"They pre-negotiate procurement deals with vehicle manufacturers and car dealers. These are usually done annually and do not move much."


Leasing Companies were originally set up to serve other businesses fleet requirements. As such they have large teams of corporate account managers and call centre teams designed to make the running of business fleets go smoothly. They are very good at this and provide a host of other services to these corporate clients such as risk management, driver training, accident management, consultancy, daily rental services etc.

They pre-negotiate procurement deals with vehicle manufacturers and car dealers. These are usually done annually and do not move much. They are (especially with dealers) attached to Minimum Service Level agreements covering topics like pick up and delivery protocols, dispute resolution etc. This is often overlooked when securing a new lease deal, as you will read later in the blog, not all customer service is equal, if you step outside the leasing company's Preferred Dealer Network the amount of support you can expect in solving issues with the vehicle is greatly diminished. Again, this is because they were designed to service corporate fleets where full support services is a bigger priority than saving a few pounds, this is not the case in the deal-hungry personal customer.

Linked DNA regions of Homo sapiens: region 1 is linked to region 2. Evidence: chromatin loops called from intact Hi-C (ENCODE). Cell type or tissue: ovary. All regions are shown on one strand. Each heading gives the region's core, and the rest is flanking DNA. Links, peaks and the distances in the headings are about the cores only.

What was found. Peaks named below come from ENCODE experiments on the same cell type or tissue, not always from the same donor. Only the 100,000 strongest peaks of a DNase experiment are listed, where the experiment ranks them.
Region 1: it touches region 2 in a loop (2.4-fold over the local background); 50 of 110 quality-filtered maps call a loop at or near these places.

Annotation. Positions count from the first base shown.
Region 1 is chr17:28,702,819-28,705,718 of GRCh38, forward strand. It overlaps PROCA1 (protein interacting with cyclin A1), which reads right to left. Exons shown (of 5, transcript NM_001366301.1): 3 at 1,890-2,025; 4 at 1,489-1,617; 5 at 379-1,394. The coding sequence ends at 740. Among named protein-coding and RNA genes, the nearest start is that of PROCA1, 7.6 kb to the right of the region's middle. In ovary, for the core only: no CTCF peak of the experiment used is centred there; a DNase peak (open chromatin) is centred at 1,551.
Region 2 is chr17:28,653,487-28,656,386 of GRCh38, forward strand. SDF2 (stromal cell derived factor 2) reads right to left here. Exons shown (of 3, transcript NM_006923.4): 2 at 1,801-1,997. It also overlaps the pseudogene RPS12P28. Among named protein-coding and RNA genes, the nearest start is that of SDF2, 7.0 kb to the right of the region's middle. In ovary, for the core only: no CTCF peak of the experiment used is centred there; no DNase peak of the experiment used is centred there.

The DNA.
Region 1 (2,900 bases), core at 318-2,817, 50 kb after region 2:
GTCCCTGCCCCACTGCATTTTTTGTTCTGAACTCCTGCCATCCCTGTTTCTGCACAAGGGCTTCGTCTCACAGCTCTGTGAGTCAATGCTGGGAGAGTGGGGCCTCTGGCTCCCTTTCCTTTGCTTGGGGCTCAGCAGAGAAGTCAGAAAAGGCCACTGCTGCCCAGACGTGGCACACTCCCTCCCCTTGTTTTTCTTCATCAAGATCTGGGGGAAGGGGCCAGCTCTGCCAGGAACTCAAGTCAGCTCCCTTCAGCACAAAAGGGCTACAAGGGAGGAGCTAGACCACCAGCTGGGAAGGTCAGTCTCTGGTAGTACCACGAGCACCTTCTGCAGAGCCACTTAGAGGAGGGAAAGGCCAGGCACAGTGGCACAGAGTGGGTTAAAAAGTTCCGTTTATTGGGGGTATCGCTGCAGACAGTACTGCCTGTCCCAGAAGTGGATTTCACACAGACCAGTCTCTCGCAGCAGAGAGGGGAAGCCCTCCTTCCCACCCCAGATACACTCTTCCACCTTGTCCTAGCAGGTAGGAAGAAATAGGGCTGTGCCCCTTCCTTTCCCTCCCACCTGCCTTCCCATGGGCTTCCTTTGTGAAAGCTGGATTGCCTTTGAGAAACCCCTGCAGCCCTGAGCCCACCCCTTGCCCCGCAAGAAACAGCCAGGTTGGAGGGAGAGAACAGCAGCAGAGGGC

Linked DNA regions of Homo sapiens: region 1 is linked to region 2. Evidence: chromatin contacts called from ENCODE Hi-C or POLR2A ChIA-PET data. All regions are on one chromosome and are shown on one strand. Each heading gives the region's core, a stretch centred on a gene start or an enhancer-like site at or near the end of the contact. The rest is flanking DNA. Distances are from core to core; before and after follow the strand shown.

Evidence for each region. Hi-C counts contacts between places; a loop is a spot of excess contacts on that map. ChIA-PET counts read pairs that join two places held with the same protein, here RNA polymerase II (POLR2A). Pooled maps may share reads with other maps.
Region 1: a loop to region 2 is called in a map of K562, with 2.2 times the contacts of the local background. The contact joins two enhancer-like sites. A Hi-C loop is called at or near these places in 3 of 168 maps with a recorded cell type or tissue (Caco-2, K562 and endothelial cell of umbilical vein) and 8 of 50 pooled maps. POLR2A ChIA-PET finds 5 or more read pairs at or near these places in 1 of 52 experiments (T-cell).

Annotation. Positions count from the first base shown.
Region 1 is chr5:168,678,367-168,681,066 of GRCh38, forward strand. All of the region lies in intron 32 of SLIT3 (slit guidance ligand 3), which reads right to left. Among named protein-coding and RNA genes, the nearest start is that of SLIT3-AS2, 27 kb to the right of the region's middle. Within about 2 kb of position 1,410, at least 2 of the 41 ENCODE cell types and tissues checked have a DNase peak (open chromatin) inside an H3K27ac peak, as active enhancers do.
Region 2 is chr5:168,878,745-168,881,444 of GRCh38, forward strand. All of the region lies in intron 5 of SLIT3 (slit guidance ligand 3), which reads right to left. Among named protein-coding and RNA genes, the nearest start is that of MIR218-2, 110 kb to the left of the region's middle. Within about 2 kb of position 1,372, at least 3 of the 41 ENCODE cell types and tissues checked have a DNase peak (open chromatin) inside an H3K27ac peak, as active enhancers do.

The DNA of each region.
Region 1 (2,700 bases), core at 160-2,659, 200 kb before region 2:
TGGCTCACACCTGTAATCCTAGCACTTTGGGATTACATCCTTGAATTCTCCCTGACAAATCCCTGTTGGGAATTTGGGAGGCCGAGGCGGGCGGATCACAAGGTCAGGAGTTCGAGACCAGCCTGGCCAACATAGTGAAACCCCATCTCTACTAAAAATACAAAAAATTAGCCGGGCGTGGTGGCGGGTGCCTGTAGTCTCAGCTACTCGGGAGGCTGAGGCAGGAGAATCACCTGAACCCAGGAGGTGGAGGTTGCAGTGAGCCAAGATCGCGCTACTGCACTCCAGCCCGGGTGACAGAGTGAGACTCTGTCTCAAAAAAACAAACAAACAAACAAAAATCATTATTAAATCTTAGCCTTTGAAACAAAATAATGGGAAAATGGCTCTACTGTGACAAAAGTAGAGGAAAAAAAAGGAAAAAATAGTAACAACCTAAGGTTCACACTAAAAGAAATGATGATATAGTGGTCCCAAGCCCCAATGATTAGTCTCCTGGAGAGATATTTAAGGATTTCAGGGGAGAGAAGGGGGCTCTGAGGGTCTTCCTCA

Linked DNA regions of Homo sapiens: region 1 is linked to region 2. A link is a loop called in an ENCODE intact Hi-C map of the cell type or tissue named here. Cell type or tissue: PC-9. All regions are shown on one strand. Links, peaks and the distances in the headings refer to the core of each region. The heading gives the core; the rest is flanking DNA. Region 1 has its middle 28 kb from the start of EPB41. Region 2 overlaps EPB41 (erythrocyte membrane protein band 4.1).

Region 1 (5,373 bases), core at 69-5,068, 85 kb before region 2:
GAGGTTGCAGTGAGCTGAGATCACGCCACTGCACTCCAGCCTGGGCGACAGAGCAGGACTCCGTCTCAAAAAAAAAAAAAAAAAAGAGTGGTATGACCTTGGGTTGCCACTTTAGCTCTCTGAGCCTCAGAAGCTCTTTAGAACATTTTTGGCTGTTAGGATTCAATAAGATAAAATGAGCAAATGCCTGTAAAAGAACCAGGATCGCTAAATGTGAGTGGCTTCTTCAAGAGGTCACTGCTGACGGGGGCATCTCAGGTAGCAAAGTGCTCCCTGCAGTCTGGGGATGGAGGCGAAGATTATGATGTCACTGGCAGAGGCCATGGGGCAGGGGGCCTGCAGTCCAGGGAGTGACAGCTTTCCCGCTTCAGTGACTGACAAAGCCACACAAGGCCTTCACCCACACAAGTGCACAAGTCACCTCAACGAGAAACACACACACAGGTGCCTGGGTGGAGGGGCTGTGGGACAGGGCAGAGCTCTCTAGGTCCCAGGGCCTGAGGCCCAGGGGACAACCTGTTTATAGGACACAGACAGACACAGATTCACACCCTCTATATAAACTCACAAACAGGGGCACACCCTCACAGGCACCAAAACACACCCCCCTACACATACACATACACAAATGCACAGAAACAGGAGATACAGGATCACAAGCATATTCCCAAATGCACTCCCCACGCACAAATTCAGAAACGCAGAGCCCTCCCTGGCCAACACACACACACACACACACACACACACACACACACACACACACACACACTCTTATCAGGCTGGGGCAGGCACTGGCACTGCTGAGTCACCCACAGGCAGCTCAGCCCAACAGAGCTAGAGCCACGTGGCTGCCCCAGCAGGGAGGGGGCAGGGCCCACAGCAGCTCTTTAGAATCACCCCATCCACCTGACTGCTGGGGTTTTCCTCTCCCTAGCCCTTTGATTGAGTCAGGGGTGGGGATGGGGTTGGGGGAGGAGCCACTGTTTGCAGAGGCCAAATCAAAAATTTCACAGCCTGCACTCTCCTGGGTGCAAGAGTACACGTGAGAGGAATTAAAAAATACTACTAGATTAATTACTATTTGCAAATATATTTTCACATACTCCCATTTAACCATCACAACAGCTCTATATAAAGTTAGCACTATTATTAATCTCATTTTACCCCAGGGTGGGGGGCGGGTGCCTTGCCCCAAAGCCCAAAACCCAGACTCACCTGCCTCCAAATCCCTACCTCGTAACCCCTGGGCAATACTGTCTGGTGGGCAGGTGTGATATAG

"So in short, if you get in a dispute with a leasing company it's probably going to be a slow and tough journey, it's just not what they were built for."


And so it stands to reason that leasing companies were not designed for consumer-based leasing. In general, they lack consumer-focussed processes, this includes customer services, marketing and technology, things which consumers would expect are not really provided by these big leasing companies due to the legacy of their customer base and their Tech Stack. This can cause dissatisfaction for consumers who largely view them negatively on Consumer Ratings Websites.


So in short, if you get in a dispute with a leasing company it's probably going to be a slow and tough journey, it's just not what they were built for. We built wondle because of this situation, find out more about it here. Like most things in nature, where there is a vacuum (In this case consumer focussed marketing, sales and technology) something fills it. In this case, it was Brokers.


2. Brokers